Organic Air Emission Standards for Process Vents and Equipment Leaks; Technical Amendment Checklist 87April 26, 1991, 56 FR 19290Minnesota Rules 7001.0625, 7001.0626, 7045.0547, 7045.0548, 7045.0564, 7045.0584, 7045.0647, 7045.0648; effective March 1, 1994.
Revision to F037 and F038 Listings Checklist 89May 13, 1991, 56 FR 21955Minnesota Rules 7045.0135 effective March 1, 1994.
Wood Preserving Listing: Technical Correction Checklist 92July 1, 1991, 56 FR 30192Minnesota Rules 7001.0623 7045.0120, 7045.0145, 7045.0292, 7045.0541, 7045.0644; effective January 31, 1994 as amended October 2, 1995.
Second Correction to the Third Third Land Disposal Restrictions Checklist 102March 6, 1992, 57 FR 8086Minnesota Rules 7045.0458, 7045.0564, 7045.1305, 7045.1355, 7045.1360; effective March 1, 1994.
Hazardous Debris Case-by-Case Capacity Variance Checklist 103May 15, 1992, 57 FR 20766Minnesota Rules 7045.1335; effective March 1, 1994.
Lead-Bearing Hazardous Materials Case-by-Case Capacity Variance Checklist 106June 26, 1992, 57 FR 28628Minnesota Rules 7045.1335; effective March 1, 1994.
Wood Preserving: Amendments to Listings and Technical Requirements Checklist 120December 24, 1992, 57 FR 61492Minnesota Rules 7045.0541, 7045.0644; effective January 31, 1994, as amended October 2, 1995.

H. Where Are the Revised State Rules Different From the Federal Rules?

In the changes currently being made to Minnesota's program, we consider the following State requirement to be more stringent than the Federal requirements:

  • Minnesota Rules 7001.0623, because the State does not allow for an exemption to Subpart F of 40 CFR part 264, as provided for in 40 CFR 270.26(b), making the State requirements more stringent.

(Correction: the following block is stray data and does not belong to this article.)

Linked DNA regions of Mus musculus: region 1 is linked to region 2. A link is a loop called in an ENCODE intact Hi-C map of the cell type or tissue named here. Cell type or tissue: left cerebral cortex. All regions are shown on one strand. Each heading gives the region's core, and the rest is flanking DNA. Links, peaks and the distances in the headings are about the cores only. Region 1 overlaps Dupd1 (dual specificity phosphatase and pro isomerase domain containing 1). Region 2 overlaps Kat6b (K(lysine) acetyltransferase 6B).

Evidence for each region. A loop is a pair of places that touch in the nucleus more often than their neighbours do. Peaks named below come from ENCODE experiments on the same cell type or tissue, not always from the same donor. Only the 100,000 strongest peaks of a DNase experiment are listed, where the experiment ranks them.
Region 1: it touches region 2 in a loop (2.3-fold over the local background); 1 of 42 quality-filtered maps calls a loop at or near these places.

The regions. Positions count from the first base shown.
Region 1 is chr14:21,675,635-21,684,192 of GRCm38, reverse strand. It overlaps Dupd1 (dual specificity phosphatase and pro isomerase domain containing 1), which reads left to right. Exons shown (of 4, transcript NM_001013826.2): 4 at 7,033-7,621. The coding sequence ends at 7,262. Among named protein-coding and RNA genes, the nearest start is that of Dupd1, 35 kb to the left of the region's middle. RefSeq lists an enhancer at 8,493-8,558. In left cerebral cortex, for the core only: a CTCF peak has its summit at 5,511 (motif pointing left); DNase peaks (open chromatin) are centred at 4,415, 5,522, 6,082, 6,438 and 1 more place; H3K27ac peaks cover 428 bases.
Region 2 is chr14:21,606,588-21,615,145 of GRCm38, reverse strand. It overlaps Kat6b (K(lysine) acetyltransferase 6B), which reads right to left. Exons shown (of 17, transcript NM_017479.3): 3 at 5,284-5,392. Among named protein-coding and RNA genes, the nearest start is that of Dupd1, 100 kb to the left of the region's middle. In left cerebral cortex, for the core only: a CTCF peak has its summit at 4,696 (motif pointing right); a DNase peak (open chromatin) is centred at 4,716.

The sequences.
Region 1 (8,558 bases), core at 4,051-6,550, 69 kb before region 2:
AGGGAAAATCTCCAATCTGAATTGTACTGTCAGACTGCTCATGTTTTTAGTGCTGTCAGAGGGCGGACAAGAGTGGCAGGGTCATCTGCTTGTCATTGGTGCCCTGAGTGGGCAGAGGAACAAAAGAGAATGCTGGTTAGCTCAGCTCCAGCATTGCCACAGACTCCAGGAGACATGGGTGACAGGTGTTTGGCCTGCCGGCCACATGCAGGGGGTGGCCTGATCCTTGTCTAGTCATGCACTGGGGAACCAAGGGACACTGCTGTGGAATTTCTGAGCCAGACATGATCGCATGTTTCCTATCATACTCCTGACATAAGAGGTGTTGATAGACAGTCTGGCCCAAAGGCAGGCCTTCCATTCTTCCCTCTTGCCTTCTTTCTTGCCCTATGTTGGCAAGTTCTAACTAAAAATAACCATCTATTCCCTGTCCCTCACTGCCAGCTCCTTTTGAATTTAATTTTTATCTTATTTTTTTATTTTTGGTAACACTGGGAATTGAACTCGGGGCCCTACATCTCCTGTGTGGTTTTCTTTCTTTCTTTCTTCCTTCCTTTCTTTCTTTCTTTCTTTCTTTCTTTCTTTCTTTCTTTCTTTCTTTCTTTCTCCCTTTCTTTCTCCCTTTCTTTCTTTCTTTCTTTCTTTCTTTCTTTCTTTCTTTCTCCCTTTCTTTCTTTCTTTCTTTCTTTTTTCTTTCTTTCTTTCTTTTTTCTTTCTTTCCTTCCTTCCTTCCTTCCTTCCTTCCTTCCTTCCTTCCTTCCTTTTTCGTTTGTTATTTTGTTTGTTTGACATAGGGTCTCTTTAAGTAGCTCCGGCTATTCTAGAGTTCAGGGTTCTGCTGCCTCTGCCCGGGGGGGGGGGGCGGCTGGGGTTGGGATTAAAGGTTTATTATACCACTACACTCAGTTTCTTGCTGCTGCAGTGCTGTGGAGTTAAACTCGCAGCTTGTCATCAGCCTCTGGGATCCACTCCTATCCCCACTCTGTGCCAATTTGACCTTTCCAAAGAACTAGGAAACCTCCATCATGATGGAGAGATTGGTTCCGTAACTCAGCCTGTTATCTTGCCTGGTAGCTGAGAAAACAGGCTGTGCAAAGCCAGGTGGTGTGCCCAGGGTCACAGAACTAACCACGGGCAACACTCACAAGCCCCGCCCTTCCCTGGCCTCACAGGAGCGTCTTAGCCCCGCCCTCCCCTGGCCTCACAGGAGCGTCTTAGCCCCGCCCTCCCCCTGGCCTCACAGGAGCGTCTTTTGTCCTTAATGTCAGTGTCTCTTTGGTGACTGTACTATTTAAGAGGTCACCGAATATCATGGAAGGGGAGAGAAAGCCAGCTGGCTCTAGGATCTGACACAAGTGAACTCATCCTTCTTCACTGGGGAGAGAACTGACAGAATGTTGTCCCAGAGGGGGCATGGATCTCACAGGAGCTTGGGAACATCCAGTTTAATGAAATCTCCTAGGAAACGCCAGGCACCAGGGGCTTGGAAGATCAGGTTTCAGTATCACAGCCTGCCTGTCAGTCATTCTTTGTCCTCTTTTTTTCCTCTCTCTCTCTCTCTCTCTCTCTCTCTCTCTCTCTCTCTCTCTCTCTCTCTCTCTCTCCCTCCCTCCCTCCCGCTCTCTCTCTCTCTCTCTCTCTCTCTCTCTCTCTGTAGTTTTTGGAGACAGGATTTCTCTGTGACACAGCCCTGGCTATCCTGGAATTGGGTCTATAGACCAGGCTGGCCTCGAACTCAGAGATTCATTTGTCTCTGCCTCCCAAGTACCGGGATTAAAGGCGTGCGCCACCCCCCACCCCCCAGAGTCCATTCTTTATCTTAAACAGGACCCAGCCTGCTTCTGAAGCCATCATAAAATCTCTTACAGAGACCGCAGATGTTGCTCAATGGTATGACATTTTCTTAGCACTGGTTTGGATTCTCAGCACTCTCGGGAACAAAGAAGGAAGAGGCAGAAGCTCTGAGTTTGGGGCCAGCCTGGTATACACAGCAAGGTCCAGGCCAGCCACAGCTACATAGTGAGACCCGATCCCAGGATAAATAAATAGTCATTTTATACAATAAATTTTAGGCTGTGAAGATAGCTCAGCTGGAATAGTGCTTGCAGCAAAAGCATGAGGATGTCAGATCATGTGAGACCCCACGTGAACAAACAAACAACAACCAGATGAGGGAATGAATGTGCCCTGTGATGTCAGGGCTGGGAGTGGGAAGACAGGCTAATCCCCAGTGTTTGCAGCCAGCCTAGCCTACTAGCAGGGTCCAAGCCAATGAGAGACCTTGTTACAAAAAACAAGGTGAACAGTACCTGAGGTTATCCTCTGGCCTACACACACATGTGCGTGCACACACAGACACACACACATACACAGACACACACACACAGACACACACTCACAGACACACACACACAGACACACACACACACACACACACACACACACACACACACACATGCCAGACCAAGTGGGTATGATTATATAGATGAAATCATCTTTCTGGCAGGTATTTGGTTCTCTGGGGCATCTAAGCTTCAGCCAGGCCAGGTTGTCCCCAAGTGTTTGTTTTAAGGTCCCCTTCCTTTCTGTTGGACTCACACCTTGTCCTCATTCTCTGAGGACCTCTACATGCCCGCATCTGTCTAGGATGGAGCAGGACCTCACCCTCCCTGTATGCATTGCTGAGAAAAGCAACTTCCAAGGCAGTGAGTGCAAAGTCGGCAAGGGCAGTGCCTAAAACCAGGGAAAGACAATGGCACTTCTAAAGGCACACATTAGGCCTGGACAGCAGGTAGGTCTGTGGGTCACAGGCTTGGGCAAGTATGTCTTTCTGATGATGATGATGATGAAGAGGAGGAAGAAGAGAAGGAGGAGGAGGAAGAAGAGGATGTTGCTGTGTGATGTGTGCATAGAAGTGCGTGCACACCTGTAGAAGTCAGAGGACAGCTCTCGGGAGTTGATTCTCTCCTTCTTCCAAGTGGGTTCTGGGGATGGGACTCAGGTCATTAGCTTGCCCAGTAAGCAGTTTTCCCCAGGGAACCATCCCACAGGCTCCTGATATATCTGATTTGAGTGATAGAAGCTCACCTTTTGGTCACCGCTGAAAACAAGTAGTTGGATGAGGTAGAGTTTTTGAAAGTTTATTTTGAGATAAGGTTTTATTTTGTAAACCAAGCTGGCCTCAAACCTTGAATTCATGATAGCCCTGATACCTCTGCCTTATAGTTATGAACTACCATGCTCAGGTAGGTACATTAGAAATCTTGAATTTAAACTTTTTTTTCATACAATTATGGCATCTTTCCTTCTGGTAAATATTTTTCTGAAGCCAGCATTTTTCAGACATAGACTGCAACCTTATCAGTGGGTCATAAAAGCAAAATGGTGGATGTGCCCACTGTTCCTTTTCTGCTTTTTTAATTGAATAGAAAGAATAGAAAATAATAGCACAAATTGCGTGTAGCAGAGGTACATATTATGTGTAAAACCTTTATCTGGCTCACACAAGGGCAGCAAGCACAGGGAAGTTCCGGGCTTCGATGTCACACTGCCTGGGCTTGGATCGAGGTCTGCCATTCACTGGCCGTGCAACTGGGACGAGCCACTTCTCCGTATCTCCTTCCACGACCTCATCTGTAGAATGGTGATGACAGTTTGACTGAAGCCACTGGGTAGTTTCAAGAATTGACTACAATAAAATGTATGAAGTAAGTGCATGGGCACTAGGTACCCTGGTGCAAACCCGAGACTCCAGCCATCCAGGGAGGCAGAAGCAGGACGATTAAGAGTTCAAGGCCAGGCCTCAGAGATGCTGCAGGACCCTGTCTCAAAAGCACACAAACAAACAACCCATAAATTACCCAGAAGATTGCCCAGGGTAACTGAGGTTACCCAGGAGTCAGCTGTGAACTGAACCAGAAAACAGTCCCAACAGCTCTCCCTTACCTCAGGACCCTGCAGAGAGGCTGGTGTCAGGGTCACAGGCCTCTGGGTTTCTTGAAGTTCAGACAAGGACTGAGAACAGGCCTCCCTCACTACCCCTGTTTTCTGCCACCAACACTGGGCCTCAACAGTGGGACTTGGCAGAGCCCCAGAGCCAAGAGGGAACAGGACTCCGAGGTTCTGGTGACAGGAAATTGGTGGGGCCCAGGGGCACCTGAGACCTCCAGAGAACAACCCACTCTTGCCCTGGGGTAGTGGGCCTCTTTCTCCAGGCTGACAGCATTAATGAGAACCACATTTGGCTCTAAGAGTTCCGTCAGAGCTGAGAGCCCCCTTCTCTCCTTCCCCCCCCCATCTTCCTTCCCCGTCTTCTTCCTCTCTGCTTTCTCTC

More stringent rules are part of Minnesota's authorized program and are Federally enforceable.

Broader-in-scope requirements are not part of the authorized program and EPA cannot enforce them. Although you must comply with these requirements in accordance with state law, they are not RCRA requirements. There are no broader-in-scope provisions in these changes. Start Printed Page 33776

I. Who Handles Permits After This Authorization Takes Effect?

Minnesota will issue permits for all the provisions for which it is authorized, and will administer the permits that it issues. EPA will continue to administer any RCRA hazardous waste permits, or portions of permits, that we issued prior to the effective date of this authorization until they expire or are terminated. We will not issue any more new permits or portions of permits for the provisions listed in the Table above after the effective date of this authorization. EPA will continue to implement and issue permits for HSWA requirements for which Minnesota is not yet authorized.

J. How Does Today's Action Affect Indian Country (18 U.S.C. 1151) in Minnesota?

Minnesota is not authorized to carry out its hazardous waste program in Indian country within the State, as defined in 18 U.S.C. 1151. This includes:

1. All lands within the exterior boundaries of the following Indian Reservations, located within or abutting the State of Minnesota:

a. Bois Forte Indian Reservation

b. Fond Du Lac Indian Reservation

c. Grand Portage Indian Reservation

d. Leech Lake Indian Reservation

e. Lower Sioux Indian Reservation

f. Mille Lacs Indian Reservation

g. Prairie Island Indian Reservation

h. Red Lake Indian Reservation

i. Shakopee Mdewankanton Indian Reservation

j. Upper Sioux Indian Reservation

k. White Earth Indian Reservation

2. Any land held in trust by the U.S. for an Indian tribe, and

3. Any other land, whether on or off a reservation that qualifies as Indian country.

Therefore, this action has no effect in Indian country where EPA will continue to implement and administer the RCRA program in these lands.

K. What Is Codification and Is EPA Codifying Minnesota's Hazardous Waste Program as Authorized in This Rule?

Codification is the process of placing the State's statutes and regulations that comprise the State's authorized hazardous waste program into the Code of Federal Regulations. We do this by referencing the authorized State rules in 40 CFR part 272. The authorized Minnesota RCRA program was incorporated by reference into 40 CFR part 272 on May 15, 1989, effective July 14, 1989 (54 FR 20851). Minnesota's Incorporation by Reference was amended on March 16, 1990, effective May 15, 1990 (55 FR 9880), on October 15, 1992, effective December 14, 1992 (57 FR 47265), and on September 6, 1994, effective November 7, 1994 (59 FR 45986).